Farm equipment dealers and manufacturers are swerving to avoid a large pothole in their technology sales road, offering farmers more information about what keeps their machinery ticking.
The growing right to repair movement has been a global phenomenon. From cellular phones to the latest automobiles, people have been hacking their way through the technology to repair or modify the technology they purchased.
Farmers have been fixing and modifying their own machinery since the first piece was sold.
But in recent decades the technology has become more complex and often has been protected from prying hands through privacy rules designed to prevent technology copying.
Farm machinery makers have used technology to make equipment better, but at the same time a set of wrenches or even a multimeter aren’t going to fix plenty of what can go wrong with the latest gear.
Related stories in this issue:
- U.S. farmers fight for right to repair
- Farmer group concerned with future of implements
- Tractor hacking new underground revolution
- Right to repair doesn’t solve basic problem
- A farmer’s perspective on repair
The bigger right to repair movement has encompassed agriculture, with proposed legislation popping up across the United States.
Early manufacturers’ responses to farmer challenges to hand over diagnostic and machinery repair information about advanced electronics were often frustrating to producers, especially when farmers were told by some companies they didn’t actually own the technology that ran their equipment.
Last month, the Association of Equipment Manufacturers and the Equipment Dealers Association resolved in a joint statement to provide “comprehensive service information tools to end users of farm equipment for tractors and combines in model year 2021.”
Dennis Slater, chief executive officer of AEM, said the industry needs a strong dealer network to service customers, but admitted farmers often have additional needs.
“But we’ve heard from end users that they have a need for basic service, maintenance and repairs of their equipment,” he said during a call with reporters.
Slater said the manufacturers, whom he represents, will begin providing farmers with more access to onboard diagnostic information, potentially electronic tools for field access and training so farmers can take up some those maintenance chores themselves.
“We will empower farmers and ranchers to provide basic service and maintenance and help end users determine when they need to involve dealers for more complex repairs,” he said.
There is a North American group of farmers that wants more than just the basics from the companies, and he acknowledged their points. However, he was reluctant to agree to granting full access to the software code that runs many of the components in the farm equipment, something producers have also asked for.
“Many of the people advocating for access to the software code are doing it to line their own pockets,” Slater said.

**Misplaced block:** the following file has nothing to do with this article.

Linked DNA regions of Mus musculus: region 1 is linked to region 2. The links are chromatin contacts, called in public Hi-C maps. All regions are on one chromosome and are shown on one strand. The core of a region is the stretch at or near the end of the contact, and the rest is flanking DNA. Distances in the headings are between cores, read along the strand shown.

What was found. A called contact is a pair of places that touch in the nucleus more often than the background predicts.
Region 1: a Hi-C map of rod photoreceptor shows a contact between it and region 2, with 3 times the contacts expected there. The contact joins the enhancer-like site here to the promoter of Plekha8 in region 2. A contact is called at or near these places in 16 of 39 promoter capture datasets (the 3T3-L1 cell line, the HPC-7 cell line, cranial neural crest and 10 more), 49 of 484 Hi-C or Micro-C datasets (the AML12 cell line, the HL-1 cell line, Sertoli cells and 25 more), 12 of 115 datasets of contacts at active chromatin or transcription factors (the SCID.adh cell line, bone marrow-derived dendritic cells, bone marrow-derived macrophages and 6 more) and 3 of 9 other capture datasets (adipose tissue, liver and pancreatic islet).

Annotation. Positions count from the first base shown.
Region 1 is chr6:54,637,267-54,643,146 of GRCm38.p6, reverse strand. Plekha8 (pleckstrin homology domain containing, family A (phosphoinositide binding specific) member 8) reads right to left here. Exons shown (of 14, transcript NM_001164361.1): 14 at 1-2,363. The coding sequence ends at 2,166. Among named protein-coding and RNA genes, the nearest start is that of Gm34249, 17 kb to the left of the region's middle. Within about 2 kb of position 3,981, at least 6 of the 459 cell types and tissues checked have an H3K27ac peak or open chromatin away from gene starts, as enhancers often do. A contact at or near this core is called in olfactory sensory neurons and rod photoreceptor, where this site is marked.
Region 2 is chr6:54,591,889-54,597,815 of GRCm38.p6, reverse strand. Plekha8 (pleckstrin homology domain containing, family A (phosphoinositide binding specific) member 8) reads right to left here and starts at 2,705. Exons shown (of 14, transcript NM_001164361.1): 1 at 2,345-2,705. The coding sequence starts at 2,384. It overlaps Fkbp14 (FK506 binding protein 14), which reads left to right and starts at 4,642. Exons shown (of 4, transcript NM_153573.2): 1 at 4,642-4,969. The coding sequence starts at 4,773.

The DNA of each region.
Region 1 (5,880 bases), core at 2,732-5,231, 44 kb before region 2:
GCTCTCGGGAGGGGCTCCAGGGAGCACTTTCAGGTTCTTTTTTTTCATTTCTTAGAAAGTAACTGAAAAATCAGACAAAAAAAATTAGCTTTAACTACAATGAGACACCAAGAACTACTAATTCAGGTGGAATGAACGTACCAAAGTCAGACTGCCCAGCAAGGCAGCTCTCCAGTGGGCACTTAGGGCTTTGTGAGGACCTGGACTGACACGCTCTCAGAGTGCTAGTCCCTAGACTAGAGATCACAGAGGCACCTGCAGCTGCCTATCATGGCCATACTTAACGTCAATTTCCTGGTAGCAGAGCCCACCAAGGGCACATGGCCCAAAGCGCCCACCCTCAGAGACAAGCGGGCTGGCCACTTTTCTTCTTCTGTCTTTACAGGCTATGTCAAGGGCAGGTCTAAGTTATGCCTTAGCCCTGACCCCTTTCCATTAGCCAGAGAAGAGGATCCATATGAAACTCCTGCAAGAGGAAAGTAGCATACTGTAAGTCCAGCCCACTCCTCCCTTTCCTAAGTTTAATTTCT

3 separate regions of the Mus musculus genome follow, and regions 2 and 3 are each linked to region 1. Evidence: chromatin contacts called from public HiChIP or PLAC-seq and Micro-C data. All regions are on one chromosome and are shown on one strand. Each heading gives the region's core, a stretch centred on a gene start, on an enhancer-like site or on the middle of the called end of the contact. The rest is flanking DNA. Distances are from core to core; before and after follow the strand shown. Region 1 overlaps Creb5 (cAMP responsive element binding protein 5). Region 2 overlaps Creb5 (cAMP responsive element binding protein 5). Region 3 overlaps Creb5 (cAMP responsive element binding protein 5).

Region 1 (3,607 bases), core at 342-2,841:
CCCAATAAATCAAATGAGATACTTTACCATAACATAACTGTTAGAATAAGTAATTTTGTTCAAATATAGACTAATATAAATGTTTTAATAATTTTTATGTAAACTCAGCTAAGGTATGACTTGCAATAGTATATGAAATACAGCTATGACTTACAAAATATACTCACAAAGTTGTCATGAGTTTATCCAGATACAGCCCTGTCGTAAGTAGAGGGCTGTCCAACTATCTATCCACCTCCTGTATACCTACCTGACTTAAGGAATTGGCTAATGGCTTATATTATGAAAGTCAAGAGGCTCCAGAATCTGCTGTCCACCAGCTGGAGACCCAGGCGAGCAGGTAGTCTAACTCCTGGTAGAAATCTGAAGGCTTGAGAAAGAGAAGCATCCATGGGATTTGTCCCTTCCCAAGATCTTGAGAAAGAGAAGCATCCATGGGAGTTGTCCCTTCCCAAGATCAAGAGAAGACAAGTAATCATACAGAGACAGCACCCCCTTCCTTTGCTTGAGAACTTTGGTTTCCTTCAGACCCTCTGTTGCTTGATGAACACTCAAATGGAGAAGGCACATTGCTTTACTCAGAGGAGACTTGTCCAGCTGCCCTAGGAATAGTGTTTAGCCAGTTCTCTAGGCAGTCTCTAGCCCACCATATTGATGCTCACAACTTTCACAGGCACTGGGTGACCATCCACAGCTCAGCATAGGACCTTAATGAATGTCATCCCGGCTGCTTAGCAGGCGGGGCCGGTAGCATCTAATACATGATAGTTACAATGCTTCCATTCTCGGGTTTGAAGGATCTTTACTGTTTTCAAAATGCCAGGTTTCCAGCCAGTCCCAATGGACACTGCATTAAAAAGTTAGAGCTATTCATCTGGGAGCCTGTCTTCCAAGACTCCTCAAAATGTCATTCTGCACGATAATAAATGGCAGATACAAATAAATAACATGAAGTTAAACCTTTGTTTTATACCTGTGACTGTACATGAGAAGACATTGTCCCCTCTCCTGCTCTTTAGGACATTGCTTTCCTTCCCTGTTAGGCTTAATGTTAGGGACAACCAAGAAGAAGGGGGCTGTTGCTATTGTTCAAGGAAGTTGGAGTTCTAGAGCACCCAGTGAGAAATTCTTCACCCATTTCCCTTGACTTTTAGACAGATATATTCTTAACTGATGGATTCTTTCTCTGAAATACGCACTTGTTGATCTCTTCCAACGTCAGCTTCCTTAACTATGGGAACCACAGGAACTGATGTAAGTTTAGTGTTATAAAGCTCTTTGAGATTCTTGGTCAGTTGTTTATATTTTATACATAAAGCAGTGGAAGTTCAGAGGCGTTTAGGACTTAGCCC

Kim Rominger, who heads the EDA, said the industry is finding the correct balance between accessing information and protecting end users from unnecessary risk.
“There’s a difference between maintenance and modification,” he said.
Rominger suggested that modifying software can create safety and emission issues in the equipment.
In turn, the modified machines could end up being resold to dealers or other farmers.
“Our hope is that our industry’s commitment obviates the need for new legislation,” he said, making reference to legislation in Nebraska and other farm states where they are being challenged.
Nick Tindal of AEM said the industry is setting up the necessary guidelines.
“It is up to the individual companies and dealers how that is to be implemented,” he said.
Companies are adding more information to their online offerings for farmers all the time, he added.
Natalie Higgins of the EDA said there might be electronic tools or web-based systems that can used to handle firmware or software updates.
“From an EDA perspective, our promise to industry strikes the right balance and avoids the disclosures of information that modify safety and emission features,” she said.
“We want to minimize downtime and maximize productivity and alleviate the need for right to repair (legislation).”
A joint statement of principles from the EDA and AEM about the release of information suggest that their members use:
- manuals, including operator, parts and service
- product guides
- product service demonstrations, such as training, seminars or clinics
- fleet management information
- on-board diagnostics through diagnostics ports or wireless interfaces
- electronic field diagnostic service tools and the training needed to use these
The group has launched a website with more information for farm machinery owners at R2Rsolutions.org.
For more stories related to the right to repair issue click here.